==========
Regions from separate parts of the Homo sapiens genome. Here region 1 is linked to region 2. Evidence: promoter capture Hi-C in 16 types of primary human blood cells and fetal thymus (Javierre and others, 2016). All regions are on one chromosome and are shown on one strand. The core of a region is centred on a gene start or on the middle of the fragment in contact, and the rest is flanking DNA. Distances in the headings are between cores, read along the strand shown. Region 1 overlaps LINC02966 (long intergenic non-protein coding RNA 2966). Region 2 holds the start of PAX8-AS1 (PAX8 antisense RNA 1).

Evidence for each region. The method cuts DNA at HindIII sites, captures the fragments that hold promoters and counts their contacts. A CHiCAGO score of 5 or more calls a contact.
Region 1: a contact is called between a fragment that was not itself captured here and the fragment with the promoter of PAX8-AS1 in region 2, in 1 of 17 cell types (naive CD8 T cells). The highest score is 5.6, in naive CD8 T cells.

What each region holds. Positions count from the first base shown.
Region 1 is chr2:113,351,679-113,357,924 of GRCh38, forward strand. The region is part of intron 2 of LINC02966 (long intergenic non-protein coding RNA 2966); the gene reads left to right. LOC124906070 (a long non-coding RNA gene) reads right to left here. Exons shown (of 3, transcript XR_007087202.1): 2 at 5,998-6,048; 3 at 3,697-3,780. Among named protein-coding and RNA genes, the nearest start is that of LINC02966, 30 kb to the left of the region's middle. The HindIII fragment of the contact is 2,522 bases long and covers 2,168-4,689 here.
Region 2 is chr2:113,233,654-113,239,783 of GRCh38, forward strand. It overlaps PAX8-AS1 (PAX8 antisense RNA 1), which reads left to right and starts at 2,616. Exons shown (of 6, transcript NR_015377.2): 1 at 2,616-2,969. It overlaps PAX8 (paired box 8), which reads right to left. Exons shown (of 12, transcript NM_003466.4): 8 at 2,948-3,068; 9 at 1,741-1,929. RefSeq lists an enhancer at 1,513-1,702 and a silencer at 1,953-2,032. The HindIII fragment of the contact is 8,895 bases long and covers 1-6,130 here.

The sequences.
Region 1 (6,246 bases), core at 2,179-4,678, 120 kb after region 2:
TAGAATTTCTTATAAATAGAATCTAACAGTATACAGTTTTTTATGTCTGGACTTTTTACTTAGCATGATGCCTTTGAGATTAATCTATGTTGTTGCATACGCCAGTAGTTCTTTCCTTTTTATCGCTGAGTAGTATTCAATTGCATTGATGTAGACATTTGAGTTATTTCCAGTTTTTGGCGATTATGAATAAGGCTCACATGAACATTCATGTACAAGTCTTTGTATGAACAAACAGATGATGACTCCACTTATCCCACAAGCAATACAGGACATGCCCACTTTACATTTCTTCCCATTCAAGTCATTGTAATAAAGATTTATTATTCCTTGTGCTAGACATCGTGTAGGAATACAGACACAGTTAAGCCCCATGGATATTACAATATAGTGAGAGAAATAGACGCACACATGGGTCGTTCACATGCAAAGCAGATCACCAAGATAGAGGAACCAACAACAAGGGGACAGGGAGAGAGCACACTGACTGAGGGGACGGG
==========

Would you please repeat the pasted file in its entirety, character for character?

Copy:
Regions from separate parts of the Homo sapiens genome. Here region 1 is linked to region 2. Evidence: promoter capture Hi-C in 16 types of primary human blood cells and fetal thymus (Javierre and others, 2016). All regions are on one chromosome and are shown on one strand. The core of a region is centred on a gene start or on the middle of the fragment in contact, and the rest is flanking DNA. Distances in the headings are between cores, read along the strand shown. Region 1 overlaps LINC02966 (long intergenic non-protein coding RNA 2966). Region 2 holds the start of PAX8-AS1 (PAX8 antisense RNA 1).

Evidence for each region. The method cuts DNA at HindIII sites, captures the fragments that hold promoters and counts their contacts. A CHiCAGO score of 5 or more calls a contact.
Region 1: a contact is called between a fragment that was not itself captured here and the fragment with the promoter of PAX8-AS1 in region 2, in 1 of 17 cell types (naive CD8 T cells). The highest score is 5.6, in naive CD8 T cells.

What each region holds. Positions count from the first base shown.
Region 1 is chr2:113,351,679-113,357,924 of GRCh38, forward strand. The region is part of intron 2 of LINC02966 (long intergenic non-protein coding RNA 2966); the gene reads left to right. LOC124906070 (a long non-coding RNA gene) reads right to left here. Exons shown (of 3, transcript XR_007087202.1): 2 at 5,998-6,048; 3 at 3,697-3,780. Among named protein-coding and RNA genes, the nearest start is that of LINC02966, 30 kb to the left of the region's middle. The HindIII fragment of the contact is 2,522 bases long and covers 2,168-4,689 here.
Region 2 is chr2:113,233,654-113,239,783 of GRCh38, forward strand. It overlaps PAX8-AS1 (PAX8 antisense RNA 1), which reads left to right and starts at 2,616. Exons shown (of 6, transcript NR_015377.2): 1 at 2,616-2,969. It overlaps PAX8 (paired box 8), which reads right to left. Exons shown (of 12, transcript NM_003466.4): 8 at 2,948-3,068; 9 at 1,741-1,929. RefSeq lists an enhancer at 1,513-1,702 and a silencer at 1,953-2,032. The HindIII fragment of the contact is 8,895 bases long and covers 1-6,130 here.

The sequences.
Region 1 (6,246 bases), core at 2,179-4,678, 120 kb after region 2:
TAGAATTTCTTATAAATAGAATCTAACAGTATACAGTTTTTTATGTCTGGACTTTTTACTTAGCATGATGCCTTTGAGATTAATCTATGTTGTTGCATACGCCAGTAGTTCTTTCCTTTTTATCGCTGAGTAGTATTCAATTGCATTGATGTAGACATTTGAGTTATTTCCAGTTTTTGGCGATTATGAATAAGGCTCACATGAACATTCATGTACAAGTCTTTGTATGAACAAACAGATGATGACTCCACTTATCCCACAAGCAATACAGGACATGCCCACTTTACATTTCTTCCCATTCAAGTCATTGTAATAAAGATTTATTATTCCTTGTGCTAGACATCGTGTAGGAATACAGACACAGTTAAGCCCCATGGATATTACAATATAGTGAGAGAAATAGACGCACACATGGGTCGTTCACATGCAAAGCAGATCACCAAGATAGAGGAACCAACAACAAGGGGACAGGGAGAGAGCACACTGACTGAGGGGACGGG